Here's a little program that exercises the Card class. It takes two integer parameters on the command line, representing the number of hands to deal and the number of cards in each hand:
import java.util.*;

class Deal {
    public static void main(String args[]) {
        int numHands     = Integer.parseInt(args[0]);
        int cardsPerHand = Integer.parseInt(args[1]);
        List<Card> deck  = Card.newDeck();

        for (int i=0; i < numHands; i++)
            System.out.println(dealHand(deck, cardsPerHand));
    }

    /**
     * Returns a new general-purpose list consisting of the last n
     * elements of deck.  The returned list is sorted using the
     * elements natural ordering.
     */
    public static <E> List<E> dealHand(List<E> deck, int n) {
        int deckSize = deck.size();
        List<E> handView = deck.subList(deckSize-n, deckSize);
        List<E> hand = new ArrayList<E>(handView);
        handView.clear();
        Collections.sort(hand);
        return hand;
    }
}
Running the program produces results like this:
java Deal 4 5
[four of spades, nine of clubs, nine of spades, queen of spades, king of spades]
[three of diamonds, five of hearts, six of spades, seven of diamonds, king of diamonds]
[four of diamonds, five of spades, jack of clubs, ace of diamonds, ace of hearts]
[three of hearts, five of diamonds, ten of hearts, jack of hearts, queen of hearts]
It is also possible to declare methods on individual enum constants to attach behaviors to the constants (see "Effective Java", P. 108):
import java.util.*;

public abstract enum Operation {
    plus {
        double eval(double x, double y) { return x + y; }
    },
    minus {
        double eval(double x, double y) { return x - y; }
    },
    times {
        double eval(double x, double y) { return x * y; }
    },
    divided_by {
        double eval(double x, double y) { return x / y; }
    };

    // Perform arithmetic operation represented by this constant
    abstract double eval(double x, double y);

    public static void main(String args[]) {
        double x = Double.parseDouble(args[0]);
        double y = Double.parseDouble(args[1]);

        for (Iterator<Operation> i = VALUES.iterator(); i.hasNext(); ) {
            Operation op = i.next();
            System.out.println(x + " " + op + " " + y + " = " + op.eval(x, y));
        }
    }
}
Running this program produces the following output:
java Operation 2.0 4.0
2.0 plus 4.0 = 6.0
2.0 minus 4.0 = -2.0
2.0 times 4.0 = 8.0
2.0 divided_by 4.0 = 0.5
The above pattern is suitable for moderately sophisticated programmers. It is admittedly a bit tricky, but it is much safer than using a case statement in the base class (Operation), as the pattern precludes the possibility of forgeting to add a behavior for a new constant (you'd get a compile-time error).

VI. Implementation Notes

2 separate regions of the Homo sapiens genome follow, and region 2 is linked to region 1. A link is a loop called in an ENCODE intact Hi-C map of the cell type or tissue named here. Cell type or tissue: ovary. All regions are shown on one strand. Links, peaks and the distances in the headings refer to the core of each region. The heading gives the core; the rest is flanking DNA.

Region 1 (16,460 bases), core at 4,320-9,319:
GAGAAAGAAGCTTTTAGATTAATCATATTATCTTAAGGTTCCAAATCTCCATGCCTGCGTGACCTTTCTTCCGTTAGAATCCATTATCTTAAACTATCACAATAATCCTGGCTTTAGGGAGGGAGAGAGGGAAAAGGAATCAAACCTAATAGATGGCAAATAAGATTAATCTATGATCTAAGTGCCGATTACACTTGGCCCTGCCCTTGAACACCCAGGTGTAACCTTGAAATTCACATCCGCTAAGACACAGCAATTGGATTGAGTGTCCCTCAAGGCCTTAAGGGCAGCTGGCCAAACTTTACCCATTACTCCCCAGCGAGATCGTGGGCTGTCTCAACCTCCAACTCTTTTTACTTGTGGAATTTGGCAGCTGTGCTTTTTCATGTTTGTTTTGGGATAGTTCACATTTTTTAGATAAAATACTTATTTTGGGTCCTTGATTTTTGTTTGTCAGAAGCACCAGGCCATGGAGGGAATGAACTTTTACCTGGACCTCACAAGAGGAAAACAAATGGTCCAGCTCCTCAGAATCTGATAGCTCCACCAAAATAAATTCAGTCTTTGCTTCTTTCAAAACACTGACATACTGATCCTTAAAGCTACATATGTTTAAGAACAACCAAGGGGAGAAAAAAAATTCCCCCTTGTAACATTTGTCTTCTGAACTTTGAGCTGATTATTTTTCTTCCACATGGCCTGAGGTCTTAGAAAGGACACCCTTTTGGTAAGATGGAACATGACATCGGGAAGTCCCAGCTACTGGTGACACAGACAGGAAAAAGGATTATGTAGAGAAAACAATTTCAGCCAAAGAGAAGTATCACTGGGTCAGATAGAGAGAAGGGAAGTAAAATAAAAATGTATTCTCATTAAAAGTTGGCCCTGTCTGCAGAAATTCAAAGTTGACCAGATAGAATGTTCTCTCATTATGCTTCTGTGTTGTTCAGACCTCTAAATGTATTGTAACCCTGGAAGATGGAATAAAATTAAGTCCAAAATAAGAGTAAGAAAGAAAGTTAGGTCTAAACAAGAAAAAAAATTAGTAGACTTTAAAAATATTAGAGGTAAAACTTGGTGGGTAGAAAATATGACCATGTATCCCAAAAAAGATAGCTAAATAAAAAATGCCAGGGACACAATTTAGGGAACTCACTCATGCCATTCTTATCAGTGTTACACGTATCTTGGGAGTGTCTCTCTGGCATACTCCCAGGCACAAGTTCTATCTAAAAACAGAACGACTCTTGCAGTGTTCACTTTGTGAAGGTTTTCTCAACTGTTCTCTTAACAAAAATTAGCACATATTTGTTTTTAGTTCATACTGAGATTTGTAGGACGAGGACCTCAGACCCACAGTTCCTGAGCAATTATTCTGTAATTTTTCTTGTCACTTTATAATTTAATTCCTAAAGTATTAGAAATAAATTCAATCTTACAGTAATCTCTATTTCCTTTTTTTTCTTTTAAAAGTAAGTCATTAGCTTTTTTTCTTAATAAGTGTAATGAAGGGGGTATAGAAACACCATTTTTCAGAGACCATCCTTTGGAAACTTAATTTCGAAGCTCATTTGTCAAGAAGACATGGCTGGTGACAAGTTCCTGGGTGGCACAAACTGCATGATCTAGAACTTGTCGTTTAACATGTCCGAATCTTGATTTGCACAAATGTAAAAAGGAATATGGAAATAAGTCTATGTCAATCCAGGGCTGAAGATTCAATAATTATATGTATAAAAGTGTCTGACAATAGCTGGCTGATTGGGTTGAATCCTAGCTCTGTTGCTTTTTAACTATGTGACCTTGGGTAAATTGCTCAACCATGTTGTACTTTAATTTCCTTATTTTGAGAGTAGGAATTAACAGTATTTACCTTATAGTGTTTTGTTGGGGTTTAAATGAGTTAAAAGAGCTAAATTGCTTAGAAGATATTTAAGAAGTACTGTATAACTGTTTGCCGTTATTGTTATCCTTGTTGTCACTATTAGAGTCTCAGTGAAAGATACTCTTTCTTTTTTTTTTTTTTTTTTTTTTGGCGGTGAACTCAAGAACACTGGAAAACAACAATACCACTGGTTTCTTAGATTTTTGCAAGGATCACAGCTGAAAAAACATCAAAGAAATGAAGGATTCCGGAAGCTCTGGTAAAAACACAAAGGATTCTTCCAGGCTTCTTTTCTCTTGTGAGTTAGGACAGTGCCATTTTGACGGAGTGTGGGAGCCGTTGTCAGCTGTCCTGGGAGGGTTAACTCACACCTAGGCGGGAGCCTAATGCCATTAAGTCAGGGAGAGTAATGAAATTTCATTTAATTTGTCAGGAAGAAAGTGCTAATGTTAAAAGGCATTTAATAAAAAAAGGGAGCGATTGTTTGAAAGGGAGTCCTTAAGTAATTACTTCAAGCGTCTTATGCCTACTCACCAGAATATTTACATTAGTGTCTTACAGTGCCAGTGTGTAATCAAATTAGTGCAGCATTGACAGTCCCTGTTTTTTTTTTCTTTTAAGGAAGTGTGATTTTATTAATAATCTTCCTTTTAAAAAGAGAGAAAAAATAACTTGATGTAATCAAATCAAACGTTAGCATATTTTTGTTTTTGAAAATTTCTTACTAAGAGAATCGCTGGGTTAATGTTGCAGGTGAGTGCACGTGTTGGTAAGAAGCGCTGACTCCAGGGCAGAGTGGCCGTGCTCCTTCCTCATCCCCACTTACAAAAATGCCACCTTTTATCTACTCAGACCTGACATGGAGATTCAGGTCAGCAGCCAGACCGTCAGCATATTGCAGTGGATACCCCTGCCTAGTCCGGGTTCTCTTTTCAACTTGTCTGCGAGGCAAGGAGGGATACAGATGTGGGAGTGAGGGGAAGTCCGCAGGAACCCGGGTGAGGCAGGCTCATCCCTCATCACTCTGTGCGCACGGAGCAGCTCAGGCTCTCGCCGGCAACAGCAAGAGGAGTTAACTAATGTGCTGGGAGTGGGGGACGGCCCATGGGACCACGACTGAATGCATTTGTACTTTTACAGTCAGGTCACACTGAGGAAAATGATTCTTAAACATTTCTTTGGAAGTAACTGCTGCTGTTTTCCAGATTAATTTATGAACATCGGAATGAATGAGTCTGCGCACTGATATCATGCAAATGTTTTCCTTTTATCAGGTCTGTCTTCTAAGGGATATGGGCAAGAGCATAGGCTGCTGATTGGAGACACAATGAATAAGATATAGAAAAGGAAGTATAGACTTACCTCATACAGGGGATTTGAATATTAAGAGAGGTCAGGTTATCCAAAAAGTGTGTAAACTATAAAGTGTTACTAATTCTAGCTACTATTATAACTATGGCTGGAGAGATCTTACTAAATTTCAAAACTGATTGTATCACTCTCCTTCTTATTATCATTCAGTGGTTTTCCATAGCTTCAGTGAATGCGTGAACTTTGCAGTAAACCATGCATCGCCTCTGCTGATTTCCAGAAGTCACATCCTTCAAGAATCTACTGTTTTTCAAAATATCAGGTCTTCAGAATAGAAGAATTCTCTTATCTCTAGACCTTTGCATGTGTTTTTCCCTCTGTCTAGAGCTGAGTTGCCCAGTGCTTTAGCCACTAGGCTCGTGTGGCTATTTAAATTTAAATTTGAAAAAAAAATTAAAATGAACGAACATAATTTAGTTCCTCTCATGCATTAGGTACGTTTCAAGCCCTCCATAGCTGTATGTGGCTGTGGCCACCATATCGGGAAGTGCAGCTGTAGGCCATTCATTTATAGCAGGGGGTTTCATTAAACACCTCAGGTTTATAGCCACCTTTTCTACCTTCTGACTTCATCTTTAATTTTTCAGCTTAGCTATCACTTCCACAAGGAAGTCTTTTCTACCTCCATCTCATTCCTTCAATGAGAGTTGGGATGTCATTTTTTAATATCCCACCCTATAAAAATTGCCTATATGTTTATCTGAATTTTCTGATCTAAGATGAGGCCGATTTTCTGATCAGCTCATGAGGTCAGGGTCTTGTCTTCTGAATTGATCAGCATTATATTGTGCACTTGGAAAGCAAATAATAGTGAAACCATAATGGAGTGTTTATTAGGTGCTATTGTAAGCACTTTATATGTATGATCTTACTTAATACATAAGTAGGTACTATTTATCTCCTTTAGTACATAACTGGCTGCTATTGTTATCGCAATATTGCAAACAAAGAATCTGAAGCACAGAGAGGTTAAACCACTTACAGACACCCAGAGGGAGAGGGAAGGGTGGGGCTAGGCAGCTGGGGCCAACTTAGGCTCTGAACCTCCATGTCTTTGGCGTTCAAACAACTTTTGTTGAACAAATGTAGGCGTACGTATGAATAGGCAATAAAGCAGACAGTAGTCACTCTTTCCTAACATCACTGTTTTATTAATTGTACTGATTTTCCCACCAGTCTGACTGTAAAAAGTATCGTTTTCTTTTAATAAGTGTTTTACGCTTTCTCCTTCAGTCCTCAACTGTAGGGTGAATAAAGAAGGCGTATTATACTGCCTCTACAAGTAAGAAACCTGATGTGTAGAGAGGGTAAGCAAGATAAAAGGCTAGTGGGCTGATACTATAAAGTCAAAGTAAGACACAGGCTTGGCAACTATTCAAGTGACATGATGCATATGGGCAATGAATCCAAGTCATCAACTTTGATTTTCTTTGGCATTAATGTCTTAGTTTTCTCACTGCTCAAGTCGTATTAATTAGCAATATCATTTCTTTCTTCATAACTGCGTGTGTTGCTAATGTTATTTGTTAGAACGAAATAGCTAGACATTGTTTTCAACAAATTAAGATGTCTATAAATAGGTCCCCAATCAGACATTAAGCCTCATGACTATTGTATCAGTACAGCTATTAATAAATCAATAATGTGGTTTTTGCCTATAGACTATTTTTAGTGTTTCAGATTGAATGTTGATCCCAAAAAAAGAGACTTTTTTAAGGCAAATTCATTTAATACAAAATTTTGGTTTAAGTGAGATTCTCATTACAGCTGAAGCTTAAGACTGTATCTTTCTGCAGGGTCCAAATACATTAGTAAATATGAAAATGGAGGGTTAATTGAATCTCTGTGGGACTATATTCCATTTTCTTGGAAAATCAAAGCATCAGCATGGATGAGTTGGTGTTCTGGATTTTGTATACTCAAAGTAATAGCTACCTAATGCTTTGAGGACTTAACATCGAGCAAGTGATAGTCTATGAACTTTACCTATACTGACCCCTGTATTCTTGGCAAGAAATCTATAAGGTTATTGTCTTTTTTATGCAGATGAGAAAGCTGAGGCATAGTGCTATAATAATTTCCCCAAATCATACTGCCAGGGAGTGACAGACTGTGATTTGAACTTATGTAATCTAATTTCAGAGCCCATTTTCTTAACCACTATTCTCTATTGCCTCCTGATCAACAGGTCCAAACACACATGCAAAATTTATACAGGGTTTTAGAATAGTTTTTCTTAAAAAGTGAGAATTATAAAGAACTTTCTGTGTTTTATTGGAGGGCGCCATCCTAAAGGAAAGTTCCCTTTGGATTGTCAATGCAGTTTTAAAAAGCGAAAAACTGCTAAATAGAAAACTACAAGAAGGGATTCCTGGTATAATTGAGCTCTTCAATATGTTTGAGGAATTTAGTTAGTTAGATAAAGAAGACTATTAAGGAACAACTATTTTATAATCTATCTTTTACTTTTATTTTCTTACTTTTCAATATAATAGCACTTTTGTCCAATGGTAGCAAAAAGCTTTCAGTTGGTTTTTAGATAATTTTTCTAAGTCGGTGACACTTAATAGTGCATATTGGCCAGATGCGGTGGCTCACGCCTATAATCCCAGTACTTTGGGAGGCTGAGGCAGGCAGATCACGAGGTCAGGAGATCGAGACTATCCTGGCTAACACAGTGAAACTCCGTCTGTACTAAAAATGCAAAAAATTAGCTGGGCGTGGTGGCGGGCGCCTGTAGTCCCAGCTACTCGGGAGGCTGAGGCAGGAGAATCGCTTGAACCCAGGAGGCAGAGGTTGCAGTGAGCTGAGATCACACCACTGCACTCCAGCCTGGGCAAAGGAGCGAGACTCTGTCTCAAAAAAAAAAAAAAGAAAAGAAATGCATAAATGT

Within the same compilation unit containing an enum class declaration, switch statements on enums can easily be compiled down to ordinary swtich statements, as it is guaranteed that no constants will be added, removed, or reordered from the enum class after the switch statement is compiled. Thus, the ordinals implied by the declarations are guaranteed to be correct at run time.

Outside of the compilation unit, there are at least two choices. (1) compile the switch statement down to a "multiway if-statement":

    if (<expr>.ordinal == Color.red.ordinal) {
        ...
    } else if (<expr>.ordinal == Color.green.ordinal) {
        ...
    } else if (<expr>.ordinal == Color.blue.ordinal) {
        ...
    } else {
        ... // default case
    }
The .ordinal after each enum expression is superfluous, but enables a JVM compiler optimization, wherein the JVM compiler recognizes at class initialization time that a case statement may be substituted for the if-statement. Hotspot does not yet contain this optimization, but could be modified to do so.

An intriguing alternative that might offer similar performance with no support from the JVM is suggested by the old saw that every problem in Computer Science may be solved with an extra layer of indirection. Each switch statement outside of the compilation unit containing the enum class declaration will compile down to a switch statement on an array reference. The array will be initialized lazily:

    private static class $whatever {
        static int[] permutation = new int[Color.VALUES.size()];
        static {
            permutation[Color.red.ordinal]   = 1;
            permutation[Color.blue.ordinal]  = 2;
            permutation[Color.green.ordinal] = 3;
        }
    }

    switch($whatever.permutation[<expr>.ordinal]) {
      case 1: // red
        ...
      case 2: // blue
        ...
      case 3: // green
        ...
      default:
        ...
    }
This approach has higher "fixed cost" per case-statement and higher footprint, but low cost per execution of the cast statement.

VII. Open Issues

  1. Should name and ordinal in Enum be methods rather than fields? It might make sense to replace these fields with accessor methods on general principle.
  2. Should we provide any support for looping over subranges? There are several possibilities, ranging from adding successor and predecessor methods to Enum, to adding a special form of the enhanced for statement:
        for (Day d : Day.monday .. Day.friday) // Iterate through workdays
            ... ;
    
    I kind of like the latter solution. Unfortunately, the standard "half-open range" loop specification that is standard in the Java programming language presents an "impedance mismatch" to enums, which have no sentinels above and below the valid values.
  3. Should the convention be that enum constant names are all caps (like other constants), or mixed-case? The latter convention (currently reflected in this document) would make for nicer string forms, generally obviating the need for a custom toString method. On the other hand, it flies in the face of tradition.

Copyright 2002 Sun Microsystems, Inc., 901 San Antonio Road, Palo Alto, California 94303 U.S.A. All rights reserved.